units they furnish with trained personnel. Thus the fourth company
of an infantry training battalion will be a machine-gun training
company: the reconnaissance training battalion will have cyclist training
troops and cavalry training troops; and the armored reconnaissance
training battalion includes training companies for armored-car crews,
for armored reconnaissance personnel, and, for motorcycle and scout-car
Demonstration units (Lehreinheiten) attached to schools are
composed of selected men with field experience. Occasionally
encountered in battle, they are excellent units. These are usually attached
to one of the four types of schools in the training system of the
1. Schools for training in particular arms or services (Waffenschulen).
2. Schools for officer training (Kriegschulen or Schulen für Fahnenjünker
der Infanterie, Artillerie, usw.)
3. Schools for NCO training (Heeres-Unteroffizierschulen).
4. Schools for specialist training.
The Local Defense Battalion (Landesschützen-Bataillon) is the
basic local defense unit. It, however, is part of the Field Army and
not of the Replacement Army. It is composed of older personnel and
of soldiers temporarily or permanently unfit for field service. These
battalions have hitherto been employed for guard duties within
Germany, as additional support in occupied countries, and for
protection of communications in occupied countries and rear areas of
theaters of operations. Two to six of these battalions are usually
controlled by a regimental staff and called a Local Defense Regiment
(Landesschützen-Regiment). Local defense units are frequently
converted into line of communications units (Sicherungseinheiten).
These also have been encountered in action.
Any of the above units, when encountered in action, are likely to
be considerably reorganized. Their use will probably involve changes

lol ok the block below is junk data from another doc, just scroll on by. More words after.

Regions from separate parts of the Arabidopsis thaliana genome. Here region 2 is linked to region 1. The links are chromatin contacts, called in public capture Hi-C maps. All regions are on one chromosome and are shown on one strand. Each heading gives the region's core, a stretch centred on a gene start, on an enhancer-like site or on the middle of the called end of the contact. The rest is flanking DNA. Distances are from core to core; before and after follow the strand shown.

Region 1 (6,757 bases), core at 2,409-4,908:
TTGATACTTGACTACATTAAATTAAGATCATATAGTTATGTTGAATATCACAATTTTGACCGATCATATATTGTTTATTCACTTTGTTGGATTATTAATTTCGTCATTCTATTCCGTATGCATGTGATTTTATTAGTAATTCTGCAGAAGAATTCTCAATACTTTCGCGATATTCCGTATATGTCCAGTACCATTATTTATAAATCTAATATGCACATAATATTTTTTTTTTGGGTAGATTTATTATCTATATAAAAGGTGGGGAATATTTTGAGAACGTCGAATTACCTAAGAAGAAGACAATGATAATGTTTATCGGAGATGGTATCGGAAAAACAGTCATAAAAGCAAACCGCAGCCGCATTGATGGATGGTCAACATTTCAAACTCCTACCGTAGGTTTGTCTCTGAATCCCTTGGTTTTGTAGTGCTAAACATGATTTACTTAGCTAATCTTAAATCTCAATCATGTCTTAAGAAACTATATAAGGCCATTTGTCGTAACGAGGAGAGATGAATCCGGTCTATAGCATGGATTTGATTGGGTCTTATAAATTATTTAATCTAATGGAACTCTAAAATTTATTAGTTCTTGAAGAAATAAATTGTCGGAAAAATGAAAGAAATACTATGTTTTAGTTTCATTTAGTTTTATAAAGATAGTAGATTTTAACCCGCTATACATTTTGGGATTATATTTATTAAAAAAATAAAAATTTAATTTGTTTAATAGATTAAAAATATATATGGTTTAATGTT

of designation as well as hasty improvisation in the way of
organization, equipment, and grouping into higher echelons.
In addition to all of these army units there are a number of
semimilitary organizations which may be encountered or from which
personnel may be drawn.
The Reinforced Border Control Service (Verstärkter Grenzaufsichtsdienst) is
a new grouping of all frontier organizations under single
control—customs and passport officials, currency control agents,
military police, and Security Service (Sicherheitsdienst) for investigation
of subversive groups and movements. This organization is believed
to be well armed and trained. It is under the control of the SS.
The Landwacht is a semimilitary auxiliary police organization in
rural communities intended to seek out parachutists, enemy airmen
who have been forced to land, spies, saboteurs, escaped prisoners of
war in Germany, etc.
German regular police differ from police in other countries in that
there is more emphasis in their training on marksmanship, discipline,
and training of a military sort. They are under the control of the
SS. In the present war police units have frequently been used as
regular field units.
In addition to these military and semimilitary organizations are
numerous auxiliary and militant party organizations, the General SS
(Allgemeine SS), the Storm Troops (SA), Hitler Youth, and so on,
which may well be drawn upon by the Germans for defense in one
form or another. Members of these groups are likely to be of the
fanatic type who will engage in sniping or guerrilla activities in
areas occupied by troops of the Allies. These auxiliary and party
organizations have been described in more detail in the September
1944 issue of Intelligence Bulletin.
For a more detailed study of units in the German Zone of the
Interior including order of battle
intelligence, see The German
Replacement Army (Ersatzheer), April 1944, a publication of the
Military Intelligence Division, War Department.